Season 2 of ABC's Secrets and Lies (Sunday, 9/8c) picks up a year and a half after the events in Episode 1, and Det. Andrea Cornell (Juliette Lewis) has a new murder case on her hands -- not to mention a lot of lingering baggage to deal with.
"What she went through with Ben Crawford ... her character took a turn at the end of [Season 1]," series creator Barbie Kligman tells TVGuide.com. "There is a tremendous weight of guilt, and there's a certain blemish to her, in terms of having once put an innocent man in jail. Because what most people don't know is that she fought to have him not go. So the way it looks to all those on the outside, or the way it would have looked in the papers, was that she put an innocent man in jail and he died there. ... She has not only the pressure of solving the case [but also] the pressure of not wanting to make a wrong step because of last season."
The case in question is that of Eric Warner (Michael Ealy), a private equity heir who's accused of murdering his wife (Jordana Brewster) on the night he's set to officially take over his family's firm. For Cornell, it's foreign territory from the crime she was investigating last year - and one with much more "formidable" foes, according to Kligman.
"We wanted to make sure that the initial suspect was very different than Ben Crawford (Ryan Phillippe), as well as the environment. So, whereas last season it was suburban and a cul-de-sac and neighbors, this season it takes place in a family-owned private equity firm in Charlotte," Kligman says. "Instead of Ben Crawford, who was one kind of guy, who didn't have any higher education and was not well-versed in dealing with the law or how to get around things, this season we have a very well-educated and monied man who has the full support of his family, including his father, who's important within the community.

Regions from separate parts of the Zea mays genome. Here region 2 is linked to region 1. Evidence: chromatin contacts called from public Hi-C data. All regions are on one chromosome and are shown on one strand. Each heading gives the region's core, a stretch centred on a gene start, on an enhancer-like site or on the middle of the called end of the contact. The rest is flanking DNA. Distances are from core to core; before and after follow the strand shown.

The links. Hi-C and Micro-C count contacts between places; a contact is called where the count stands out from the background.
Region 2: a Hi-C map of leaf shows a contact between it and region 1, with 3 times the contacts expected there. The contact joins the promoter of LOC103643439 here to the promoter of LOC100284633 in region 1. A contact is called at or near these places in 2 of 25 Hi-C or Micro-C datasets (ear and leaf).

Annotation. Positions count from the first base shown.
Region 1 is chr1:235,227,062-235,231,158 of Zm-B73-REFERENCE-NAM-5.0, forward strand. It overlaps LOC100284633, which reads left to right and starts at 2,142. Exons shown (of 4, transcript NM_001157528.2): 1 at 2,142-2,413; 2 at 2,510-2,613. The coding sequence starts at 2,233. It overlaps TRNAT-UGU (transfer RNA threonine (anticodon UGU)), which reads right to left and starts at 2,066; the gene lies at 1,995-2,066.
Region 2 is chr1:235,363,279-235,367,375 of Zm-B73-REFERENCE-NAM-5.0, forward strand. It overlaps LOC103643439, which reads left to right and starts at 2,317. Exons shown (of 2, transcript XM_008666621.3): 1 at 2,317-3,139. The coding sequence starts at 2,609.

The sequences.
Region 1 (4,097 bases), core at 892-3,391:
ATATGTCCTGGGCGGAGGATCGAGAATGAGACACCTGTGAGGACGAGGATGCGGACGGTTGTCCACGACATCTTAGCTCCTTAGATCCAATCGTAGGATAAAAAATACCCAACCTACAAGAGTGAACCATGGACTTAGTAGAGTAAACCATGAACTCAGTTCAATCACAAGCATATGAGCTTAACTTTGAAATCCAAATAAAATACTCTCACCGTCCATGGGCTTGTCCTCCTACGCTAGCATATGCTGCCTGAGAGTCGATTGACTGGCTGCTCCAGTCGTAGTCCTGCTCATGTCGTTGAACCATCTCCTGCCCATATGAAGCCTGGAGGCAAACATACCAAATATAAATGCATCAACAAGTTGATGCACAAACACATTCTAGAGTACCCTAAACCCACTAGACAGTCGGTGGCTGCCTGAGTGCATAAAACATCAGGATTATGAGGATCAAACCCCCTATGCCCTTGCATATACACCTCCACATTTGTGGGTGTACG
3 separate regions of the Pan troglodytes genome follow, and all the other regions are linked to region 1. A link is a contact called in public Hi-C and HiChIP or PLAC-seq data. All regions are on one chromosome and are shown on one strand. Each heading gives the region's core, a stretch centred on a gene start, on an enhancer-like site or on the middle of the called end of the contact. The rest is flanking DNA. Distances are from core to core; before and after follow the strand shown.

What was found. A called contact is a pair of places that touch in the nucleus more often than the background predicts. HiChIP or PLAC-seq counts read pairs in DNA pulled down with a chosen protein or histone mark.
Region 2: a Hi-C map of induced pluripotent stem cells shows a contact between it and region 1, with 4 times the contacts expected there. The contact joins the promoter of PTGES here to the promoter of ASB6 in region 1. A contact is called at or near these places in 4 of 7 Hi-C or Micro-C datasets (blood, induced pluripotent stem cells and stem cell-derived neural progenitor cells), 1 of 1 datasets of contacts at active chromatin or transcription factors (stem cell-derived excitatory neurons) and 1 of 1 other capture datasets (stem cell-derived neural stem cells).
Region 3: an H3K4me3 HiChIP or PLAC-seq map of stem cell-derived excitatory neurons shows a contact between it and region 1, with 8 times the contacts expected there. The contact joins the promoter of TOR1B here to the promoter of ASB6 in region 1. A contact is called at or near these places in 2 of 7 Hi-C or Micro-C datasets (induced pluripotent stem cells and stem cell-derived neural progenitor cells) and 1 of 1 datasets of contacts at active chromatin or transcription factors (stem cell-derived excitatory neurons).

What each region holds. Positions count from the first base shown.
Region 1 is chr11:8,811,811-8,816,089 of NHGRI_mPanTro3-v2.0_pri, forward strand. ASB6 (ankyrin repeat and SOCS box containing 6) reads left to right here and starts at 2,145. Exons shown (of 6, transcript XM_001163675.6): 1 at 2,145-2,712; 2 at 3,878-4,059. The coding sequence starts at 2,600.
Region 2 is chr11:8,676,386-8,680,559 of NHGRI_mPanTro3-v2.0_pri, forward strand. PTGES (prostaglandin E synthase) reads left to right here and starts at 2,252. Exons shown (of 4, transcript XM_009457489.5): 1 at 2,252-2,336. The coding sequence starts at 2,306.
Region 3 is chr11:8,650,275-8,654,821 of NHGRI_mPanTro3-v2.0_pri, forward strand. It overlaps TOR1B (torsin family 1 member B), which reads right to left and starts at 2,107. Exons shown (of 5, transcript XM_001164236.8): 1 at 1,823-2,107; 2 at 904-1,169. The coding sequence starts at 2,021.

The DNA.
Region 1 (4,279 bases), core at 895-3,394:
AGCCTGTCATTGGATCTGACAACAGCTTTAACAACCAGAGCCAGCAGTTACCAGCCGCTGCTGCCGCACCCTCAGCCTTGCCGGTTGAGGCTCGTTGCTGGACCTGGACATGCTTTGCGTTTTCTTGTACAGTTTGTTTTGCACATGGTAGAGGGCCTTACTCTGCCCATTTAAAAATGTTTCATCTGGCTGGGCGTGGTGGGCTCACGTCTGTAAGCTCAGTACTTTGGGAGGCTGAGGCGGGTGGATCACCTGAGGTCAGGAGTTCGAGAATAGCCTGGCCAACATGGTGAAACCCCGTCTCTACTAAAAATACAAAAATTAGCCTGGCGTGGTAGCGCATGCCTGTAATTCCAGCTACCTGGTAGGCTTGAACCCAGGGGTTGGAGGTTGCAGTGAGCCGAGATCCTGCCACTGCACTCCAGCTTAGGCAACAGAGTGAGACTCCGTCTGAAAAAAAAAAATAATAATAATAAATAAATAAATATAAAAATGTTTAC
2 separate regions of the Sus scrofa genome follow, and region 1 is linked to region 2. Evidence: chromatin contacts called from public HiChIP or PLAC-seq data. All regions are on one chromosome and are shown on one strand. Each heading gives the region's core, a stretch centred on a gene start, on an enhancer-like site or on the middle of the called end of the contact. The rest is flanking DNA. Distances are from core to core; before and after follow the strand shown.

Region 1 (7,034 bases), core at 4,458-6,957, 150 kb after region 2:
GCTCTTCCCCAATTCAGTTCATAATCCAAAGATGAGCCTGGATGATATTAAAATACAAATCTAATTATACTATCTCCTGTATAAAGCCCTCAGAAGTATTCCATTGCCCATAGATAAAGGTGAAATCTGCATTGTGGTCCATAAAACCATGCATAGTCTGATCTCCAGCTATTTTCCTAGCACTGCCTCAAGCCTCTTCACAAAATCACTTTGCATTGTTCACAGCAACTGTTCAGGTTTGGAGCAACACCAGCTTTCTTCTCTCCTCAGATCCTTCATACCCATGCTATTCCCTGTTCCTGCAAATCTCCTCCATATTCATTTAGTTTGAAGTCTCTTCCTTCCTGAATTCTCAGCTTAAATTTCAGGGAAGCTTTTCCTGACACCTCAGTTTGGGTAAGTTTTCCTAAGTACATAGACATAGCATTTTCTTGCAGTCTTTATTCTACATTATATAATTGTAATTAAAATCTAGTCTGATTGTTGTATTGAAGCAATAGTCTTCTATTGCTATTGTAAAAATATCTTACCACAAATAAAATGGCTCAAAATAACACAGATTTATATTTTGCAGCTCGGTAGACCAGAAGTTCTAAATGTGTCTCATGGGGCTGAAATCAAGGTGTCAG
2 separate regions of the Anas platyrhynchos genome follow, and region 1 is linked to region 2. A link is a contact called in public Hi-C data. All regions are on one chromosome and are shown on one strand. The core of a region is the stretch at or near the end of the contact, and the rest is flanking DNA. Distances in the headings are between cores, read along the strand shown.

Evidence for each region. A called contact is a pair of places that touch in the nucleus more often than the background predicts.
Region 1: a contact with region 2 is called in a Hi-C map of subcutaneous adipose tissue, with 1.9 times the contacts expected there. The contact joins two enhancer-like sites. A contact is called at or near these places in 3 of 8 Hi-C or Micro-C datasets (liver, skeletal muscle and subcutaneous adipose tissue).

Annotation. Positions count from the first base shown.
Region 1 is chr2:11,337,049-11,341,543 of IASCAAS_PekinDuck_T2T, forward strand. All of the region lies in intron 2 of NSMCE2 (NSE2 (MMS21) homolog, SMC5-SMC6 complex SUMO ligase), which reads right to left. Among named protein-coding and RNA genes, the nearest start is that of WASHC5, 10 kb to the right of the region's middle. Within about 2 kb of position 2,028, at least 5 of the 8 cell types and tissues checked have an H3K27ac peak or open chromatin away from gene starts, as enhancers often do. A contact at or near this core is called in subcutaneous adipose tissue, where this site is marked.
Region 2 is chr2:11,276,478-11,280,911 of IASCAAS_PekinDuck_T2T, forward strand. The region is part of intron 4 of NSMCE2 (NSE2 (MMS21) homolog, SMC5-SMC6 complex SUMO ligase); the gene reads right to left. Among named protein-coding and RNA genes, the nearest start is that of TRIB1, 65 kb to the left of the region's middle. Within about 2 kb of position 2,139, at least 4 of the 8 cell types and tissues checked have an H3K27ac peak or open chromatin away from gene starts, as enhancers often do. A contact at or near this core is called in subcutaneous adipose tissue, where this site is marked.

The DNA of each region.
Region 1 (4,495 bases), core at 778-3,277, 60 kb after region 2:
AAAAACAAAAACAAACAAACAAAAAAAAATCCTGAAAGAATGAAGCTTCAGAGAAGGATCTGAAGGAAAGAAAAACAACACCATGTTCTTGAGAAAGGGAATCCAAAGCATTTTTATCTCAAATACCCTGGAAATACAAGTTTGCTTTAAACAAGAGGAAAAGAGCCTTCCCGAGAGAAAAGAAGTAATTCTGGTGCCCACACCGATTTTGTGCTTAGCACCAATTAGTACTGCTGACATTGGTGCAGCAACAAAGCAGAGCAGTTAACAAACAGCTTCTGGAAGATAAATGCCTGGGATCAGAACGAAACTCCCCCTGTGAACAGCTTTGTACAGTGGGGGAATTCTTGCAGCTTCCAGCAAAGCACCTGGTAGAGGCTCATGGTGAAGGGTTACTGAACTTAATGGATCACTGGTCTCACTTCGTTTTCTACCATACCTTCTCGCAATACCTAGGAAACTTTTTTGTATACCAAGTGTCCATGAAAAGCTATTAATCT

"In addition to that, he has a sister who's a criminal defense attorney. So, [Cornell's] dealing with a lot more in terms of people who will know what her game is, so she has to mix it up."
As a result, the second season will also have more of an ensemble feel, with the show expanding into "a bigger world" thanks to the additional characters, according to Kligman. However, it will retain the Season 1 technique of telling the story from both Cornell's perspective and that of her suspect; though we'll get to see more from Cornell's POV this year, beginning in Episode 4. We'll get to meet her boss (David James Elliott) and her colleague (Brendan Hines), both of whom contribute to the pressure she feels to get this case right.
On Eric's side, his family members include Mekia Cox as his ruthless sister Amanda and Lostalum Terry O'Quinn as his aforementioned father, a casting choice that Ealy says was a "huge" incentive for him to join the show.
"Terry is a total professional that I admire and respect to the fullest. Some of our scenes together were some of my favorite scenes of the season," Ealy tells TVGuide.com. "I lost my father about four years ago, and to have someone come in and play my father, even in a fictional way, was tricky for me, and it was another challenge. ... [Terry] is just amazing to work with on so many levels, and he just makes things work."